CEDAR RAPIDS, Iowa (KWWL) - People from around the country have been looking for ways to help the victims of last month's derecho. Some helped pick up debris while others gave food or money.
Dozens of musicians are using their talents to help victims of last month's derecho. They are collaborating and donating songs to put together a special mixtape to raise money for relief efforts.
Many of the musicians who are contributing are from the Iowa City and Cedar Rapids area.
Like Aaron Jackson, they saw the effects of the storm and the need for help first hand.
"We were the only house on the street that had power for a week," Jackson said. "You see trees through people's houses and limbs all over people's yards. It's one of those things where you know there will be a lot of cleaning-up to do."
Jackson did not get a lot of damage to his house but has spent a lot of time helping friends, neighbors, and others clean up the damage.
When he heard several artists donated songs for storm relief, he knew he wanted to get in.
"There are a lot of dreams and hope that hang in the balance in a time like this," he said. "It's why you need the people of your community to use the gifts and talents they have and rally together to support each other."
Ed Bornstein and Andrew Cahak are putting the tape together. The two will put it out through Bornstein's record label, Money Tapes. The label donates all profits to mutual aid organizations.
This will be the third tape the label has put out. Proceeds from downloads will go to two non-profits. Trees Forever, a group working to repair the tree canopy, and the Intercultural Center of Iowa, a group helping some of the refugees whose apartment buildings were destroyed by the storm.
"We are both from Cedar Rapids and we figured we wanted to help from afar because we don't live there anymore," Bornstein said. "And this is what we want to do to help."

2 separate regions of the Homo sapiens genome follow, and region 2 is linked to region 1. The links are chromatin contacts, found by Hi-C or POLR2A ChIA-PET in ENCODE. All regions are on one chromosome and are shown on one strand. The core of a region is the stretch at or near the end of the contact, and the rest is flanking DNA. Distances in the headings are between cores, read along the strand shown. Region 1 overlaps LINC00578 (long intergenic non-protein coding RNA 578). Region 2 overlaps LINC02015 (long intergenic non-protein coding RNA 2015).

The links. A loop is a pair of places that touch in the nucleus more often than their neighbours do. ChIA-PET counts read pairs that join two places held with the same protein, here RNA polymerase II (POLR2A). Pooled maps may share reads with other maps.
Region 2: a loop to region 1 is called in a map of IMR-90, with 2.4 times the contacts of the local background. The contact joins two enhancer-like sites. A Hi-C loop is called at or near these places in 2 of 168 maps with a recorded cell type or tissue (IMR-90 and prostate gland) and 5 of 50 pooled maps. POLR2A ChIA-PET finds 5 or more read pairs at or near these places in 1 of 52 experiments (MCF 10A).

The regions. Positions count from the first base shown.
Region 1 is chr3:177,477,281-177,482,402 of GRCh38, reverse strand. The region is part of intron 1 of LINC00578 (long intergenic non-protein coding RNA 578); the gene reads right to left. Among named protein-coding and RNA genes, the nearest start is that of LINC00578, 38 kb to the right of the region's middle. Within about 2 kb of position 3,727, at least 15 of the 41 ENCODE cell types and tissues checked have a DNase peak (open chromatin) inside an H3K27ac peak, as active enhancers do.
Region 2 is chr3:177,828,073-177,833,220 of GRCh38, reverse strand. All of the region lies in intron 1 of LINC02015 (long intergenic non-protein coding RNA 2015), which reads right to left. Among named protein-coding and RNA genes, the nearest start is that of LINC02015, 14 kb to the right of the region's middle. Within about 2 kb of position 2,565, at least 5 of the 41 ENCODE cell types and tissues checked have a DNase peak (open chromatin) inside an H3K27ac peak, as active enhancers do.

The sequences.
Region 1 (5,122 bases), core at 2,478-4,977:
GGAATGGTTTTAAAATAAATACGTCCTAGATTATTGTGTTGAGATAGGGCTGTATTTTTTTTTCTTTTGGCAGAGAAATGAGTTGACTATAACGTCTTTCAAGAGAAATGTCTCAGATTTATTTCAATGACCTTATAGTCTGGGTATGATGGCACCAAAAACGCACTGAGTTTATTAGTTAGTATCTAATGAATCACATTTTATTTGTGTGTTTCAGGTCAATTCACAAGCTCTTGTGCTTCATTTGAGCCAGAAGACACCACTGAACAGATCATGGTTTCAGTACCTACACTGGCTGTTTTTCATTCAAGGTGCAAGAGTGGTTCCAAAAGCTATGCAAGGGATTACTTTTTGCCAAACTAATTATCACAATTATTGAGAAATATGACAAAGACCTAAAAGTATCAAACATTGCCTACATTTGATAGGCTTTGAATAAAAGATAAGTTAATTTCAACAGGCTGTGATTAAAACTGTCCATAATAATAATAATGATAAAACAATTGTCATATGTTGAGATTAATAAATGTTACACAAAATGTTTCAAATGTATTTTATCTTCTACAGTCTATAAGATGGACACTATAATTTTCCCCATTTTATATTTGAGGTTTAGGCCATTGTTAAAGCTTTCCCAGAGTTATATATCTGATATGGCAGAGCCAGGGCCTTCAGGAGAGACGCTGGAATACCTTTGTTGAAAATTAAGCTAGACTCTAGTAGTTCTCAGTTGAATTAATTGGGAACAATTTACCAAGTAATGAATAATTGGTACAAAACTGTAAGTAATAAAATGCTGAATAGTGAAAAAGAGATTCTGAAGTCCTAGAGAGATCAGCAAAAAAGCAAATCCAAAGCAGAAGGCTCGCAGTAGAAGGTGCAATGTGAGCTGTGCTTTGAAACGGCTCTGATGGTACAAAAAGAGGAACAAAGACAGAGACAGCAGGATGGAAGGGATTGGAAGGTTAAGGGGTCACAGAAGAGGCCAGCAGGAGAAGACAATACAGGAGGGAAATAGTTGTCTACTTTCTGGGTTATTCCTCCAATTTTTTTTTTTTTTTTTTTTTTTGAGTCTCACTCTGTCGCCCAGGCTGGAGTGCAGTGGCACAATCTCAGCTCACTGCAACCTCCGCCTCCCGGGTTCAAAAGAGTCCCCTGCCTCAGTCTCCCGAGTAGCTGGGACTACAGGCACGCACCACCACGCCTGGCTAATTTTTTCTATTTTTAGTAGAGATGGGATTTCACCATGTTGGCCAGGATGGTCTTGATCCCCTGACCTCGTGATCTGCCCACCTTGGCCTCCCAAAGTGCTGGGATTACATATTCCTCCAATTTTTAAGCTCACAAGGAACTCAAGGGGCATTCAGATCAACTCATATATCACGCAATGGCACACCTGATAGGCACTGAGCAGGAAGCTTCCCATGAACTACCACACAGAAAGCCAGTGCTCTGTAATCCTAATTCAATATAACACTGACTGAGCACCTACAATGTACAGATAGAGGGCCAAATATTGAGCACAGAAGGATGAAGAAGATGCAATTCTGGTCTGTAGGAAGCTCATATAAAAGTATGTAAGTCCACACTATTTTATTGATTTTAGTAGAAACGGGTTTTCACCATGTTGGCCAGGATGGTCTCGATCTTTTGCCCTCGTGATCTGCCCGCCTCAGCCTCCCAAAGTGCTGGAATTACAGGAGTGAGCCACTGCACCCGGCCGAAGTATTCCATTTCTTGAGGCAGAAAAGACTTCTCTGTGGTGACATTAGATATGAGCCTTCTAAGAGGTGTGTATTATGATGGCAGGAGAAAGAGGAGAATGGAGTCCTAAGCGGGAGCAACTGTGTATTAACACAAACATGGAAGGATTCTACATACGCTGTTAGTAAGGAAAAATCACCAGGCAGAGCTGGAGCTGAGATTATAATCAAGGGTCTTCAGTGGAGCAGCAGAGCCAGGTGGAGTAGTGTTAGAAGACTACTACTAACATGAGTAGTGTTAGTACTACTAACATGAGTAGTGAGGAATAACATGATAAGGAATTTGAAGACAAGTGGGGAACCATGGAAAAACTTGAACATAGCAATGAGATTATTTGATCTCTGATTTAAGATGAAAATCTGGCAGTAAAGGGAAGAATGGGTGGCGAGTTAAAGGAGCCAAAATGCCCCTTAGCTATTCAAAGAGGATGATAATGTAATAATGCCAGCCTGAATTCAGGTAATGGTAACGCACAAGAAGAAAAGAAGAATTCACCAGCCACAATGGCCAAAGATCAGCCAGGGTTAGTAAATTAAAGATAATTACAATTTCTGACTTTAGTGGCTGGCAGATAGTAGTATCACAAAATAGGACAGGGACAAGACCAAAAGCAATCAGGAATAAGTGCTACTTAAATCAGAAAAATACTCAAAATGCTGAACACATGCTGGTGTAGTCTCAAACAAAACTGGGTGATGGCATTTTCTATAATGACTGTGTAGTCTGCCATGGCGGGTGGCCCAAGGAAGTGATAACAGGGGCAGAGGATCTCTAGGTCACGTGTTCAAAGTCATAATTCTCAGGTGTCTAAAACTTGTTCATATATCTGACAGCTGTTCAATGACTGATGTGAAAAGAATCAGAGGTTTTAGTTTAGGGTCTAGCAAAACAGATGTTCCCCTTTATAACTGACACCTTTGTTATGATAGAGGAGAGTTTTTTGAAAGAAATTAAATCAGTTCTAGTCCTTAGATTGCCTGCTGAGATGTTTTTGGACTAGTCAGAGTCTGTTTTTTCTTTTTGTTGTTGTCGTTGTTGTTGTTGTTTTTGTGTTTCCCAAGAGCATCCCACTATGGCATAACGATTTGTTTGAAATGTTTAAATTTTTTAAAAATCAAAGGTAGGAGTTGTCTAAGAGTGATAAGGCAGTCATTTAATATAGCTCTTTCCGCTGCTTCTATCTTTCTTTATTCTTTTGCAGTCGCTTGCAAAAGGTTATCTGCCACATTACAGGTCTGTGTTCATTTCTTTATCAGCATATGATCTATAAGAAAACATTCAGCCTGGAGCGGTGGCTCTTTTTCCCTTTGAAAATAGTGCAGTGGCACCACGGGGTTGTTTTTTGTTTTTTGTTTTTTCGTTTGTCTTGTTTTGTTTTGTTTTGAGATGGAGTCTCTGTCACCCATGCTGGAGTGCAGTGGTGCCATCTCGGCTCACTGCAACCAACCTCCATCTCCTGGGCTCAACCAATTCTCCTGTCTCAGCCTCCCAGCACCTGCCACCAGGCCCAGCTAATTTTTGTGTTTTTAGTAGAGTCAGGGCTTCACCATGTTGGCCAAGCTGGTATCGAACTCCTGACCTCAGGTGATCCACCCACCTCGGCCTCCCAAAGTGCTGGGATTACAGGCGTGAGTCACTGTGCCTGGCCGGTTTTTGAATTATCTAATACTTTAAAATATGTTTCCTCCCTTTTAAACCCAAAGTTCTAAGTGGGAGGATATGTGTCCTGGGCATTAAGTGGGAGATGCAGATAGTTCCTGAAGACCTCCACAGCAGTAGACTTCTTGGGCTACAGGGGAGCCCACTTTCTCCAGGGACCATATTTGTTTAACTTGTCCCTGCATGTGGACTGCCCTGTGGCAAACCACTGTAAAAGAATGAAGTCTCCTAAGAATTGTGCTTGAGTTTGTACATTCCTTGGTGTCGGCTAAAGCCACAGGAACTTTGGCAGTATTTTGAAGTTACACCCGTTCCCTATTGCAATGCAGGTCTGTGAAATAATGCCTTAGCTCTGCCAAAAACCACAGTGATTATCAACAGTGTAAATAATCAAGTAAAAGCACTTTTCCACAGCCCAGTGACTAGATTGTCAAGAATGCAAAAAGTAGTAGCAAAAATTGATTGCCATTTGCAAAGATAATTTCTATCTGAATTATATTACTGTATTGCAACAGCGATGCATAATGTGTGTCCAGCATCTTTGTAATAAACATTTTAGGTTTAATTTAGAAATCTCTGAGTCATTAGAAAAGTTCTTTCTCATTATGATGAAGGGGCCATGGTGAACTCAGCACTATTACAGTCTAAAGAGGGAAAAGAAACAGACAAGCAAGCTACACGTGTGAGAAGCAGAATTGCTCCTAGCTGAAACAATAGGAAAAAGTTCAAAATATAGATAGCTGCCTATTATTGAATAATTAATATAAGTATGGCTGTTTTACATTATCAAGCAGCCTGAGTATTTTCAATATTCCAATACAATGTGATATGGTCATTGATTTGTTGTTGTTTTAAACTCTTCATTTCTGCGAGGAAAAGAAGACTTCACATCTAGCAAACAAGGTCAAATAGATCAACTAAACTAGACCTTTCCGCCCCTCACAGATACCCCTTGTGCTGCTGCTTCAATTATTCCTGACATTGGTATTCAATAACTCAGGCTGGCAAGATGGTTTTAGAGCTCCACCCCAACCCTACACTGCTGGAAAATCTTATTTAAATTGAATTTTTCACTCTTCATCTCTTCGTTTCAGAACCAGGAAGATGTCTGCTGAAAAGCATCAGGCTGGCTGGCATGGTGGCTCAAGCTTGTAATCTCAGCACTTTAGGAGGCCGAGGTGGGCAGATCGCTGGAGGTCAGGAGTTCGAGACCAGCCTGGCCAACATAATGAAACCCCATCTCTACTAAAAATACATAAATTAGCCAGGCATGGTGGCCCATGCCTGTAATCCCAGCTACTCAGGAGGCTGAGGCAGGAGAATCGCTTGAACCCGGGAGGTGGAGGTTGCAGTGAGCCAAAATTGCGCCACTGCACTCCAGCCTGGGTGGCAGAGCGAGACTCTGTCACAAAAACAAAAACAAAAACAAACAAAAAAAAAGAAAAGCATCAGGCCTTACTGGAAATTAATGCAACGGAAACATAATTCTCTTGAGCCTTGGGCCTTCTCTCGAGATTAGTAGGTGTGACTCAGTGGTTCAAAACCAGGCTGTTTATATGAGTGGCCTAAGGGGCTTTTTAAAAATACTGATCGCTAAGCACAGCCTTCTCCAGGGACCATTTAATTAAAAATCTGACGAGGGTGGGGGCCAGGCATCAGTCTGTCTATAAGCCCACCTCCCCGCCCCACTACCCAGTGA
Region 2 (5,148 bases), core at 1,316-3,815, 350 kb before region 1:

Any artist can submit music for the album. Cahak and Bornstein want to get as many artists to contribute as possible.
"Hopefully it will remind people that they are going through a tough time right now but there is a reason to celebrate because we have had tough times in the past and good things have come out of them," Cahak said.
Bornstein said the tape will be a mix of different cuts.
In addition to raising money for victims of the derecho, the hope is that it will introduce people to local artists or bands they might not have heard of before.
"That is part of the fun about this for me," Cahak said. "Getting to expose folks in Cedar Rapids to artists that live in their neighborhood, that are part of their community, that came and went and they never even knew about them in the first place."
Jackson said he hopes people find the song he put on the mixtape uplifting and inspiring.
"I hope it reaches out to people, and it picks them up," he said. "It gets them going and makes them want to do something."
It's a chance for people to get a taste of a new tune. And the music industry to get a much-needed boost amid the COVID-19 pandemic.
"There are a lot of people who know what I do, but they don't know how good I am at it," he said. "They're about to find out."
Cahak and Bornstein are releasing the mixtape on Bandcamp on October 2. It will only be available for download for a month.
Cahak encouraged those who want to download it to do so on either the first day or the last day it is for sale. On those days, Bandcamp is forgoing its share of revenue so that all downloads will go directly to derecho victims.